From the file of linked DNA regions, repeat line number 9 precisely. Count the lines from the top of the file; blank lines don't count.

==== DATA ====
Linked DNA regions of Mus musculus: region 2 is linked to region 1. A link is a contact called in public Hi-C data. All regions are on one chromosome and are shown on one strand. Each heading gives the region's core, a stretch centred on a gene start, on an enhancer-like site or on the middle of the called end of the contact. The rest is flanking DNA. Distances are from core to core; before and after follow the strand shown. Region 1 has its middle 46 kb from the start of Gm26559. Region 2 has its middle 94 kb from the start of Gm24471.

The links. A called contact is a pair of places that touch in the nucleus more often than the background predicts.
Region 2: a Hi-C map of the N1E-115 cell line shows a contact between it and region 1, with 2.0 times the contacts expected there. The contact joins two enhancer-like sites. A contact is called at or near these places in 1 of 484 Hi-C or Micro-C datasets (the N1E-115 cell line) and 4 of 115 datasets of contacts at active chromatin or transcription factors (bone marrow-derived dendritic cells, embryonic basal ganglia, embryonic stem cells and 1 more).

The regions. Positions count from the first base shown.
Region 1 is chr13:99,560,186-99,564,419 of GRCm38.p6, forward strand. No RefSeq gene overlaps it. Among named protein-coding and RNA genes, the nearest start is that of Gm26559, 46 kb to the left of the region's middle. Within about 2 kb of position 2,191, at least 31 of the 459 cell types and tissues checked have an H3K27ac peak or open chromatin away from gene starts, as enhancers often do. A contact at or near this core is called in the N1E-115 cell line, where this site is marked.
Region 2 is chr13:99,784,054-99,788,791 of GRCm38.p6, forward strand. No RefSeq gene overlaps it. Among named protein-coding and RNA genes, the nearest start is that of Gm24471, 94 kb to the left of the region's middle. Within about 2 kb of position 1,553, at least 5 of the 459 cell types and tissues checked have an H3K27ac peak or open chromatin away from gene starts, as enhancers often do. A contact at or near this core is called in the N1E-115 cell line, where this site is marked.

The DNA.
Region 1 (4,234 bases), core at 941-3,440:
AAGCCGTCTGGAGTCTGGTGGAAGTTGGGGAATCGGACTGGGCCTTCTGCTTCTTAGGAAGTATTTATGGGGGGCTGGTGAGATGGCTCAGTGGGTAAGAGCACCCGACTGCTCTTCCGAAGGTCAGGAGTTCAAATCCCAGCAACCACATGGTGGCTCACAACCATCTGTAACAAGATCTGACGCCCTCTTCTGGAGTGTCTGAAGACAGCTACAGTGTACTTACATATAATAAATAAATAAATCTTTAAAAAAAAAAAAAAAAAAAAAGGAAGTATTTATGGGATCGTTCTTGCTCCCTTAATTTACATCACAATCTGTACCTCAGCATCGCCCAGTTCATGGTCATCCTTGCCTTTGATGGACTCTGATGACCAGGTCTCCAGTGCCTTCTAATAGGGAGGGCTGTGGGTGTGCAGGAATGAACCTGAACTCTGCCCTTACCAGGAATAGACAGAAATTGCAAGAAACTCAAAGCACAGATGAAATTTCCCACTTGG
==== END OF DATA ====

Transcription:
AAGCCGTCTGGAGTCTGGTGGAAGTTGGGGAATCGGACTGGGCCTTCTGCTTCTTAGGAAGTATTTATGGGGGGCTGGTGAGATGGCTCAGTGGGTAAGAGCACCCGACTGCTCTTCCGAAGGTCAGGAGTTCAAATCCCAGCAACCACATGGTGGCTCACAACCATCTGTAACAAGATCTGACGCCCTCTTCTGGAGTGTCTGAAGACAGCTACAGTGTACTTACATATAATAAATAAATAAATCTTTAAAAAAAAAAAAAAAAAAAAAGGAAGTATTTATGGGATCGTTCTTGCTCCCTTAATTTACATCACAATCTGTACCTCAGCATCGCCCAGTTCATGGTCATCCTTGCCTTTGATGGACTCTGATGACCAGGTCTCCAGTGCCTTCTAATAGGGAGGGCTGTGGGTGTGCAGGAATGAACCTGAACTCTGCCCTTACCAGGAATAGACAGAAATTGCAAGAAACTCAAAGCACAGATGAAATTTCCCACTTGG